Christ vs. Cthulhu

Sometimes it’s helpful to remind yourself of other possible ways of looking at the world, not least because it can help you understand the characteristics of your own view more clearly.

One of the great writers of 20C horror fiction was HP Lovecraft, known for his famous Cthulhu mythos. Lovecraft, a convinced atheist, used a mythology of massive, inconceivably powerful and unstoppable extraterrestrial beings such as Cthulhu (depicted above), to express his real-life philosophy of cosmicism:

The philosophy of cosmicism states that there is no recognizable divine presence, such as God, in the universe, and that humans are particularly insignificant in the larger scheme of intergalactic existence, and perhaps are just a small species projecting their own mental idolatries onto the vast cosmos, ever susceptible to being wiped from existence at any moment. This also suggested that the majority of undiscerning humanity are creatures with the same significance as insects in a much greater struggle between greater forces which, due to humanity’s small, visionless and unimportant nature, it does not recognize.

Perhaps the most prominent theme in cosmicism is the utter insignificance of humanity. Lovecraft believed that “the human race will disappear. Other races will appear and disappear in turn. The sky will become icy and void, pierced by the feeble light of half-dead stars. Which will also disappear. Everything will disappear. And what human beings do is just as free of sense as the free motion of elementary particles. Good, evil, morality, feelings? Pure ‘Victorian fictions’. Only egotism exists.”

Now, consider Christianity. One of the Messianic texts made especially famous by Handel’s Messiah is Isaiah 9:1-7:

But there will be no gloom for her who was in anguish. In the former time he brought into contempt the land of Zebulun and the land of Naphtali, but in the latter time he has made glorious the way of the sea, the land beyond the Jordan, Galilee of the nations. The people who walked in darkness have seen a great light; those who dwelt in a land of deep darkness, on them has light shined. You have multiplied the nation; you have increased its joy; they rejoice before you as with joy at the harvest, as they are glad when they divide the spoil. For the yoke of his burden, and the staff for his shoulder, the rod of his oppressor, you have broken as on the day of Midian. For every boot of the tramping warrior in battle tumult and every garment rolled in blood will be burned as fuel for the fire. For to us a child is born, to us a son is given; and the government shall be upon his shoulder, and his name shall be called Wonderful Counselor, Mighty God, Everlasting Father, Prince of Peace. Of the increase of his government and of peace there will be no end, on the throne of David and over his kingdom, to establish it and to uphold it with justice and with righteousness from this time forth and forevermore. The zeal of the LORD of hosts will do this.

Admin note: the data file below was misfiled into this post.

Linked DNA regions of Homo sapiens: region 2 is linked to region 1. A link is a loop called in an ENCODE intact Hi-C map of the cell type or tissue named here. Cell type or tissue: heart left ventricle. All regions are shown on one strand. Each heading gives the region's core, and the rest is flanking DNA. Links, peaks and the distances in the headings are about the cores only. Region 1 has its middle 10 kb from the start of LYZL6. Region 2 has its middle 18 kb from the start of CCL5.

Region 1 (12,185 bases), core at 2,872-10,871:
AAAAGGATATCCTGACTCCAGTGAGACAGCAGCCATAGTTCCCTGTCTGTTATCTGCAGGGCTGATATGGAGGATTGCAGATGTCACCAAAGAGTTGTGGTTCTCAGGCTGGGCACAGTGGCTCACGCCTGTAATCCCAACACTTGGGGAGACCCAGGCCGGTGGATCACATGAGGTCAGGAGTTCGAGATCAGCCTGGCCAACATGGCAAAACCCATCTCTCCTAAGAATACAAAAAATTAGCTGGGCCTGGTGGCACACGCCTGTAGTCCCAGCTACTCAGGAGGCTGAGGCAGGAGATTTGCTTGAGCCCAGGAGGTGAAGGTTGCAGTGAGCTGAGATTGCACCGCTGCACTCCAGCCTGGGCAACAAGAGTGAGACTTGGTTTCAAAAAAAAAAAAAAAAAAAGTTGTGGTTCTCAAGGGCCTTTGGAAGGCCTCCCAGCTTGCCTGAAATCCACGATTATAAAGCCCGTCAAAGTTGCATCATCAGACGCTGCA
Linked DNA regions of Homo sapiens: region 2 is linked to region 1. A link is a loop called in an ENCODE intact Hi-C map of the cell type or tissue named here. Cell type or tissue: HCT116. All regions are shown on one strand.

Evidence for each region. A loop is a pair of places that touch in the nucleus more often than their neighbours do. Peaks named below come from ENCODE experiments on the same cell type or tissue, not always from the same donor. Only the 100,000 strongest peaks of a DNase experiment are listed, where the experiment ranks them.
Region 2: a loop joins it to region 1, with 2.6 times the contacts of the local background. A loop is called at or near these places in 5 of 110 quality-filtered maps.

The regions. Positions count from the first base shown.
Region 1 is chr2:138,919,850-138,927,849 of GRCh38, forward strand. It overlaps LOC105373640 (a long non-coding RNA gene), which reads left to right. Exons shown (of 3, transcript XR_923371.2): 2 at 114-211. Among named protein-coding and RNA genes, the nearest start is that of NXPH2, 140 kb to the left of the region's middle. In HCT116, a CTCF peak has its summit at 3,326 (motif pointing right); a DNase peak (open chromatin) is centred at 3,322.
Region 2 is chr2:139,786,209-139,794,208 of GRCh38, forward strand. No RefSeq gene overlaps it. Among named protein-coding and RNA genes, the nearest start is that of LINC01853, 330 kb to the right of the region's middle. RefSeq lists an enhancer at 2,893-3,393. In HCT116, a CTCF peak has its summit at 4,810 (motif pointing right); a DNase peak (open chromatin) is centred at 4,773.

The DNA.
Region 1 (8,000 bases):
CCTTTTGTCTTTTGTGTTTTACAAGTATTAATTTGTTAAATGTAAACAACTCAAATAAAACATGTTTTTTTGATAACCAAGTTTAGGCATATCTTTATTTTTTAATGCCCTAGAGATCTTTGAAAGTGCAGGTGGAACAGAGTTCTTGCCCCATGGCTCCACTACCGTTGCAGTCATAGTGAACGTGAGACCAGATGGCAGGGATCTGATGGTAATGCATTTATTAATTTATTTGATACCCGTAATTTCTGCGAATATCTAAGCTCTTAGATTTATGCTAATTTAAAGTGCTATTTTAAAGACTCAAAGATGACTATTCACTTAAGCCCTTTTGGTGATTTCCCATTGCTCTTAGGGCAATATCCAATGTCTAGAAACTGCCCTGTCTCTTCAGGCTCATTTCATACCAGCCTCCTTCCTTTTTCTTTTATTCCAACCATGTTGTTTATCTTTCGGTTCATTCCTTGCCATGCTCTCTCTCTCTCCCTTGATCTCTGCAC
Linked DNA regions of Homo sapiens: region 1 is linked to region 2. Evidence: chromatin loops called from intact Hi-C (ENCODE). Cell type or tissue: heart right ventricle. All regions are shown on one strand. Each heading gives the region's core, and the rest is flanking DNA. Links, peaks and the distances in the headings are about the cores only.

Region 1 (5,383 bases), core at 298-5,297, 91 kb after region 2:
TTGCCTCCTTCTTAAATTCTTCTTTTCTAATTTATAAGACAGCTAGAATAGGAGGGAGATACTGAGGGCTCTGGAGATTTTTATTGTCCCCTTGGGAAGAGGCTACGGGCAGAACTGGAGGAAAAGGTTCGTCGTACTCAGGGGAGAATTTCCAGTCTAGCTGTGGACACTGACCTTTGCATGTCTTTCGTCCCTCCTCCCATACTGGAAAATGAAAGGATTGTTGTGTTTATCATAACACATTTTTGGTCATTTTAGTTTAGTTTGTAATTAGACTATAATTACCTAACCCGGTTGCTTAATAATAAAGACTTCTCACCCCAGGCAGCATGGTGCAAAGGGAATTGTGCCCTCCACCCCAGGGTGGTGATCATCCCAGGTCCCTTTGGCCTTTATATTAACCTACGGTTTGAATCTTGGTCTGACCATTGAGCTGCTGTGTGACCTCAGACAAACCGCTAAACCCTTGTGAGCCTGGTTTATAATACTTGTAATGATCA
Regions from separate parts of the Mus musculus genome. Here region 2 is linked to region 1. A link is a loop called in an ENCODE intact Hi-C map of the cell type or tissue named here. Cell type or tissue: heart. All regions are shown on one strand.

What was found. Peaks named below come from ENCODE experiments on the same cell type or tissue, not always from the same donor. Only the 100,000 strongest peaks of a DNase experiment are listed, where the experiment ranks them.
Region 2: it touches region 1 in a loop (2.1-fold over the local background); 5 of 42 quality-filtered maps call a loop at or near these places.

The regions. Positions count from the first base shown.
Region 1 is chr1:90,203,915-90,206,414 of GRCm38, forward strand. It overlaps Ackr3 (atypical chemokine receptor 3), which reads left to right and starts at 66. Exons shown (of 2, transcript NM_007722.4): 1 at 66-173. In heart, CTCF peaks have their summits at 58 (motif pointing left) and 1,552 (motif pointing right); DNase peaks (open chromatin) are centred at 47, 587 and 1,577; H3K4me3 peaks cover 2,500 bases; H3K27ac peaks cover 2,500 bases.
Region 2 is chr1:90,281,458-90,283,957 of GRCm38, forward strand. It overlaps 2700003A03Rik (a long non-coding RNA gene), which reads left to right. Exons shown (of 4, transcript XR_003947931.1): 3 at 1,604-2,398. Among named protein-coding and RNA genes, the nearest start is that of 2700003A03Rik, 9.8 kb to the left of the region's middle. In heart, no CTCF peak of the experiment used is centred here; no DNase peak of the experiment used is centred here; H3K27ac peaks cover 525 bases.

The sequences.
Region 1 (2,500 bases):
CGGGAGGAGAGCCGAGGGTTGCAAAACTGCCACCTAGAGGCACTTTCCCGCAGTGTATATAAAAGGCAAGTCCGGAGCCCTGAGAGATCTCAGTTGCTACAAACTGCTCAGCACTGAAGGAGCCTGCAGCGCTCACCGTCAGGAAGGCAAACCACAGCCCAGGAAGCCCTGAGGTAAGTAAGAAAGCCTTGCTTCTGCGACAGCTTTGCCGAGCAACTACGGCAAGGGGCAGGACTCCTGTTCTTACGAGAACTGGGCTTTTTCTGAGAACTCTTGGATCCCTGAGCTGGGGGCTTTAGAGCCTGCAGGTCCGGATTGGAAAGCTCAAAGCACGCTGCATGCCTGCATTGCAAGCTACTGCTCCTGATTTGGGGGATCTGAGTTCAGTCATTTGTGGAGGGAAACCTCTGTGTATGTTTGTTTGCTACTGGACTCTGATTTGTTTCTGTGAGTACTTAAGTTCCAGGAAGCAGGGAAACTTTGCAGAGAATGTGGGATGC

The idea of a human being being the ruler of the world, and more extensively, the entire universe (including heaven), expressed in Christianity’s oldest creed (“Jesus is Lord”), could not be more of a contrast to Lovecraft’s mythos.

And perhaps Lovecraft’s imagined universe (apparently inspired by some of his night terrors) is not so far from what would be the truth otherwise: before Christ was on the throne, a dragon ruled this world. Perhaps this Christmas we can be reminded by some creepy horror fiction that the story of a baby, destined to be Lord of all, being born in the city of David is good news after all.